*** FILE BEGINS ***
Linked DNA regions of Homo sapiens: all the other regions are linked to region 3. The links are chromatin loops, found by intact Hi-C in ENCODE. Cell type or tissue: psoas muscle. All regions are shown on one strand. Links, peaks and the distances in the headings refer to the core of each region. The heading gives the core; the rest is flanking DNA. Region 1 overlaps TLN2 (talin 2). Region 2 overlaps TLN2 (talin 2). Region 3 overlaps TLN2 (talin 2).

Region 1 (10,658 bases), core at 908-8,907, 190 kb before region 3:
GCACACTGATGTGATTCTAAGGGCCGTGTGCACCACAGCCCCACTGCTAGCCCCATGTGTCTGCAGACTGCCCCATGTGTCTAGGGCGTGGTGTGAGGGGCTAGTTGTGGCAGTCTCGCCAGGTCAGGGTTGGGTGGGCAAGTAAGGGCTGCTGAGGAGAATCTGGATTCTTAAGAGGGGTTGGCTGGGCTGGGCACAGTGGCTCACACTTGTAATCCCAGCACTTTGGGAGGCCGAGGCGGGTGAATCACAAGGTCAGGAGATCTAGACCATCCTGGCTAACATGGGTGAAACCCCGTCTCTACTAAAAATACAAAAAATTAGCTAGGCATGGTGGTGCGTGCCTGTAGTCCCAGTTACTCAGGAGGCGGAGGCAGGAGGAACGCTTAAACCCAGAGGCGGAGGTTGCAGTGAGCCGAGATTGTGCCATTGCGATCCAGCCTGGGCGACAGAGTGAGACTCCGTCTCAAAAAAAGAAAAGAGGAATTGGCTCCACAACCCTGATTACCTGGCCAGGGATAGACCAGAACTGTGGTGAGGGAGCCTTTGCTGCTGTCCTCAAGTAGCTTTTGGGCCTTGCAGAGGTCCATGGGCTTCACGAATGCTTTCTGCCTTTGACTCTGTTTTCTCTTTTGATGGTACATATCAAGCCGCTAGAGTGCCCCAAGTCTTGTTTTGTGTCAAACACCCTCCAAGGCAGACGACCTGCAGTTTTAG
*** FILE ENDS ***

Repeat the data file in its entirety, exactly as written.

Linked DNA regions of Homo sapiens: all the other regions are linked to region 3. The links are chromatin loops, found by intact Hi-C in ENCODE. Cell type or tissue: psoas muscle. All regions are shown on one strand. Links, peaks and the distances in the headings refer to the core of each region. The heading gives the core; the rest is flanking DNA. Region 1 overlaps TLN2 (talin 2). Region 2 overlaps TLN2 (talin 2). Region 3 overlaps TLN2 (talin 2).

Region 1 (10,658 bases), core at 908-8,907, 190 kb before region 3:
GCACACTGATGTGATTCTAAGGGCCGTGTGCACCACAGCCCCACTGCTAGCCCCATGTGTCTGCAGACTGCCCCATGTGTCTAGGGCGTGGTGTGAGGGGCTAGTTGTGGCAGTCTCGCCAGGTCAGGGTTGGGTGGGCAAGTAAGGGCTGCTGAGGAGAATCTGGATTCTTAAGAGGGGTTGGCTGGGCTGGGCACAGTGGCTCACACTTGTAATCCCAGCACTTTGGGAGGCCGAGGCGGGTGAATCACAAGGTCAGGAGATCTAGACCATCCTGGCTAACATGGGTGAAACCCCGTCTCTACTAAAAATACAAAAAATTAGCTAGGCATGGTGGTGCGTGCCTGTAGTCCCAGTTACTCAGGAGGCGGAGGCAGGAGGAACGCTTAAACCCAGAGGCGGAGGTTGCAGTGAGCCGAGATTGTGCCATTGCGATCCAGCCTGGGCGACAGAGTGAGACTCCGTCTCAAAAAAAGAAAAGAGGAATTGGCTCCACAACCCTGATTACCTGGCCAGGGATAGACCAGAACTGTGGTGAGGGAGCCTTTGCTGCTGTCCTCAAGTAGCTTTTGGGCCTTGCAGAGGTCCATGGGCTTCACGAATGCTTTCTGCCTTTGACTCTGTTTTCTCTTTTGATGGTACATATCAAGCCGCTAGAGTGCCCCAAGTCTTGTTTTGTGTCAAACACCCTCCAAGGCAGACGACCTGCAGTTTTAG